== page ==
Rich Karlgaard: The era of mass marketing is over, which should surprise no one. Mass marketing peaked in the 1960s. That was after TV sets had penetrated most American households but before we had anything to watch that wasn’t doled out to us by the three major networks. Marketers such as General Motors and Procter & Gamble knew the score, and they knew exactly how to reach us.
Then along came cable television. Then the Web. Media options for today’s viewer/reader/surfer are exploding, and markets are fragmenting. Or vice versa. Best to let the social scientists figure out which is cause and which is effect. For most of us, the more pressing issue is to get our message across ever changing and proliferating media and somehow reach buyers. But how?
Don’t rely on branding, writes marketing expert Greg Stielstra in his new book, PyroMarketing (HarperBusiness, $21.95). Branding is "overvalued and badly misunderstood." A study cited by Stielstra found that 96% of consumers would dump their favorite brand if a competing product offered more value at the same price.
How do you reach today’s fickle customers? When budgets are tight? When your CFO sees marketing as a cost?
Stielstra says the marketer’s dilemma–fragmented markets, proliferating media–is like that of the man lost in the freezing wilderness. He must start a fire to survive. Which of the fuel options available (branches, brush, etc.) should he choose? And what if his tightfisted CFO gave him only one match? "Picturing a single match is a reminder of the finite nature of your marketing resources," Stielstra writes. "No matter what they are–money, people or time–you only have so much. Opportunity costs are critical. How will you use your match? What will you touch it to? What tactics will deliver results? Use it wisely by building your marketing fire according to proven principles. You may only get one chance."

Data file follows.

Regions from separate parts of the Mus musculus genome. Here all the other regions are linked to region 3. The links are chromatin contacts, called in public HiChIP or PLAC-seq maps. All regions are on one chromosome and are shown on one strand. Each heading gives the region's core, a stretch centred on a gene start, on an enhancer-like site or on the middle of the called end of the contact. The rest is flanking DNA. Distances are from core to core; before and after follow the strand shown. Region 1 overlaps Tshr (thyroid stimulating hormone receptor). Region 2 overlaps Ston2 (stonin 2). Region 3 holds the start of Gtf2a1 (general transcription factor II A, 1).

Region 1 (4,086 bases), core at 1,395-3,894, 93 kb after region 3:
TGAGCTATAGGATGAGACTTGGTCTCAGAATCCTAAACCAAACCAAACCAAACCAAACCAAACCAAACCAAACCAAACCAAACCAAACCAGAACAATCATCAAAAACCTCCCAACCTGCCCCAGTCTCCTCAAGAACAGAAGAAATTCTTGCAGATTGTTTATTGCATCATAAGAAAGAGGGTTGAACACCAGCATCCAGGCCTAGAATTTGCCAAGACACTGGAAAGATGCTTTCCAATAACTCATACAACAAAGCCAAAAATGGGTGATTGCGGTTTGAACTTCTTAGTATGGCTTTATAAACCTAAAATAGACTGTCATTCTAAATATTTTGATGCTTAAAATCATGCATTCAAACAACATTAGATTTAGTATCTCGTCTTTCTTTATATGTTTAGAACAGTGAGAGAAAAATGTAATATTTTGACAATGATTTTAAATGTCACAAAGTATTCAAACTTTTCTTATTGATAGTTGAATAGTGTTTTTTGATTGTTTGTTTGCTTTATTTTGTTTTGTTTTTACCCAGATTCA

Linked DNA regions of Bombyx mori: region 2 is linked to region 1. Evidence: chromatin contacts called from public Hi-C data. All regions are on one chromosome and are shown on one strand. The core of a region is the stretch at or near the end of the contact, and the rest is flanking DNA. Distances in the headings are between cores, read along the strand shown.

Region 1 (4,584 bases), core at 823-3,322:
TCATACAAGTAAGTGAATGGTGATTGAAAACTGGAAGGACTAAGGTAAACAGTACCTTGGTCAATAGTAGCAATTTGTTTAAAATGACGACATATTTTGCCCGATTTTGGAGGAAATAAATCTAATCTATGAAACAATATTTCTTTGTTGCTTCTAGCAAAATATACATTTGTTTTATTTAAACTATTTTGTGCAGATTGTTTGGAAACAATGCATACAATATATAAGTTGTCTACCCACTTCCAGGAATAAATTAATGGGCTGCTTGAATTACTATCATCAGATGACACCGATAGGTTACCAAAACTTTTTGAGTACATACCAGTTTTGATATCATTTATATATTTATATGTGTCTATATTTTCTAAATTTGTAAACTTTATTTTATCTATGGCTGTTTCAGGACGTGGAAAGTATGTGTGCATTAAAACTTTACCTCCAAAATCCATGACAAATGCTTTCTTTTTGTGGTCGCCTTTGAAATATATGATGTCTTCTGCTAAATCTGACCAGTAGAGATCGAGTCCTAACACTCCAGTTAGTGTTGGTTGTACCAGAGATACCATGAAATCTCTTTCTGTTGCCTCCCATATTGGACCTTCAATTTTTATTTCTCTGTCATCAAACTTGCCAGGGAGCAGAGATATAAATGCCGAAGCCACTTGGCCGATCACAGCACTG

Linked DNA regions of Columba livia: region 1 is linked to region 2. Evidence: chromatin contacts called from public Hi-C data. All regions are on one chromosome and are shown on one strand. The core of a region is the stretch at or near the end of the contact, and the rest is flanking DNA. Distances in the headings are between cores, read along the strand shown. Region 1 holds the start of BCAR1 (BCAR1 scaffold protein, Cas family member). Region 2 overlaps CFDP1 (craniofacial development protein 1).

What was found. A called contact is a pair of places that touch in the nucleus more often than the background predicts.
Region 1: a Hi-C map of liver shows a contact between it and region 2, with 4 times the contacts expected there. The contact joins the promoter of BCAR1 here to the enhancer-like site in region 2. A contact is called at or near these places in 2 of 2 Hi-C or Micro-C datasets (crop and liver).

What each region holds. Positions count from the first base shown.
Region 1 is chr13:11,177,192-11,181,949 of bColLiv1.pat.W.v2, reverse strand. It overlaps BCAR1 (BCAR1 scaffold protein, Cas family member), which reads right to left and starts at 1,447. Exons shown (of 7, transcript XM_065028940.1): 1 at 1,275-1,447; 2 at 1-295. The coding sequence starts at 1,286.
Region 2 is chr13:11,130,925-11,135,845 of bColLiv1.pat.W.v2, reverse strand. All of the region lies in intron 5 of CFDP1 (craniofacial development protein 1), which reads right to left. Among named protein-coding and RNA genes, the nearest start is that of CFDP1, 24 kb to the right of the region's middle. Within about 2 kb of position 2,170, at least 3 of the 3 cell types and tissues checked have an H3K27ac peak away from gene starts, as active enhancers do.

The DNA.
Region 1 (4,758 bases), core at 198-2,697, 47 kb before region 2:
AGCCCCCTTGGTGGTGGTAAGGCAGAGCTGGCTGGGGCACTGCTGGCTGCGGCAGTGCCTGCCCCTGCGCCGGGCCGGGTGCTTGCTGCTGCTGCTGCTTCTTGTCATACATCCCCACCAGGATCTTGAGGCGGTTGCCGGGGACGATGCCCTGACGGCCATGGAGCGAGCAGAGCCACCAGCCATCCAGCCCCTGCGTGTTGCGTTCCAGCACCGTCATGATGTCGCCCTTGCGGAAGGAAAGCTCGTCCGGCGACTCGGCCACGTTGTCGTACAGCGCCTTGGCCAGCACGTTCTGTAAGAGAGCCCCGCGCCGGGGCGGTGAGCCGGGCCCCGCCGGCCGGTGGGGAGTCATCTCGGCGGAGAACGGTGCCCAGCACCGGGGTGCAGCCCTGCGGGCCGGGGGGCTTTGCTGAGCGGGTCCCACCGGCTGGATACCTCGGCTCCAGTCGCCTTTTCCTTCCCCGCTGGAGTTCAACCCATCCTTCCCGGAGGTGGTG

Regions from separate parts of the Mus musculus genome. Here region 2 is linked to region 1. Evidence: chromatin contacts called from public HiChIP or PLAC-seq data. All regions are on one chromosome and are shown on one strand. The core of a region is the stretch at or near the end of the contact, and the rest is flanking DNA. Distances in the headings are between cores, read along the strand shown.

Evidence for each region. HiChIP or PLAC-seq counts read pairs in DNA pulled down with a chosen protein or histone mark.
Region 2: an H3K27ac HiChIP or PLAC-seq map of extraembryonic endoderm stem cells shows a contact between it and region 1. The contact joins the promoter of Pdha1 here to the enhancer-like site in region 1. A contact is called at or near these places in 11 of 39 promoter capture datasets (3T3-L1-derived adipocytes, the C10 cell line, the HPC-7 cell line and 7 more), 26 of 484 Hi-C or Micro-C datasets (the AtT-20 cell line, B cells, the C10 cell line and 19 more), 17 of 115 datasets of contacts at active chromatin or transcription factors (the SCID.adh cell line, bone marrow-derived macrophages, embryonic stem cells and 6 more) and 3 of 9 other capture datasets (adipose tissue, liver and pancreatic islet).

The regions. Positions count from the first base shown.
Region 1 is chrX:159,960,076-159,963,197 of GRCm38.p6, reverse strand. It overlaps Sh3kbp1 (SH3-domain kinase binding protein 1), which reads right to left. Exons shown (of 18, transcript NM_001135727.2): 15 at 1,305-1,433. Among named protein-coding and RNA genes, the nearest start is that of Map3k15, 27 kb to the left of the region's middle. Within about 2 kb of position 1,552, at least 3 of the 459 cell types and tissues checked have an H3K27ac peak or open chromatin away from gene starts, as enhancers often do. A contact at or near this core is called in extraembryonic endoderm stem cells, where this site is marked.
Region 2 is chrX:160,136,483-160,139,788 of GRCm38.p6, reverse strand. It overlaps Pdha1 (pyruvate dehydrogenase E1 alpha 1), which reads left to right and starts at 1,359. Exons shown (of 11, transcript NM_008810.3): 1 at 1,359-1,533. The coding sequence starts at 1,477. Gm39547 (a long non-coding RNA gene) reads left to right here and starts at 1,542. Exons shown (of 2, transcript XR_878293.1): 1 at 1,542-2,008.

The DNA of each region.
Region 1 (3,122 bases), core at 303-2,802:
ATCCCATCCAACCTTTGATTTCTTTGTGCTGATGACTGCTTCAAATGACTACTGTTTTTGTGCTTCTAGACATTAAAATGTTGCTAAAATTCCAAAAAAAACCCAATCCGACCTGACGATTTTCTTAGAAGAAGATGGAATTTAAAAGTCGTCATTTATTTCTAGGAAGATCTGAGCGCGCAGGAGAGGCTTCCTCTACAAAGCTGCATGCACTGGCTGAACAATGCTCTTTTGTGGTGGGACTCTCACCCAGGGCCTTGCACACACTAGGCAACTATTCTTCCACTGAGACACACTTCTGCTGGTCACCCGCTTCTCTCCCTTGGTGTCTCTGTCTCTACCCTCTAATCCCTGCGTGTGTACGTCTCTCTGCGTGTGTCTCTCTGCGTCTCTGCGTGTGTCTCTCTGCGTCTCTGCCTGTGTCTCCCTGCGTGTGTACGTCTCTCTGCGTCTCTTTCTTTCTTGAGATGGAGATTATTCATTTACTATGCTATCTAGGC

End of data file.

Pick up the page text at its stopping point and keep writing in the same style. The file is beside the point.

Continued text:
Staying with PyroMarketing‘s fire metaphor, Stielstra recommends four steps to take to build a successful marketing campaign on a shoestring budget … or a single match.
Gather the driest tinder. "Selling SUVs?" Stielstra asks. "Don’t think about a prospect’s income or age. Instead, try contacting people whose cars were recently rescued by tow trucks from a snowbank." People, that is, who need your product now.
Touch it with the match. "Give [people] an experience with your product or service." A nutty but effective example: In 2002 Procter & Gamble promoted its Charmin toilet paper by supplying high-end toilets called "Potty Palooza" at events such as Cincinnati’s Oktoberfest and at the Super Bowl. As Advertising Age wrote: "On one side, a row of typically wretched public toilets at last year’s Oktoberfest in Cincinnati. On the other, squeaky-clean, tractor-trailer-mounted ["Potty Palooza"] bathrooms complete with running water, wallpaper, faux wood floors and plenty of Charmin toilet paper. The feedback was instant." In one year Charmin, er, touched 2 million people in Potty Paloozas, and Charmin sales went up 14% among those who used the facilities.
Fan the flames. Turn your first customers into rabid evangelists. The minister Rick Warren sold the first 400,000 copies of his book The Purpose-Driven Life for $7 each to ministers and other churchgoers. Study groups were formed to discuss the book, and sales boomed. The Purpose-Driven Life has sold 26 million copies to date and is the bestselling hardcover book in history.
Save the coals. Keep a database of your customers. Then you won’t have to start the next marketing campaign from scratch.
If your goal is to create killer marketing campaigns with few resources, PyroMarketing is a good guide.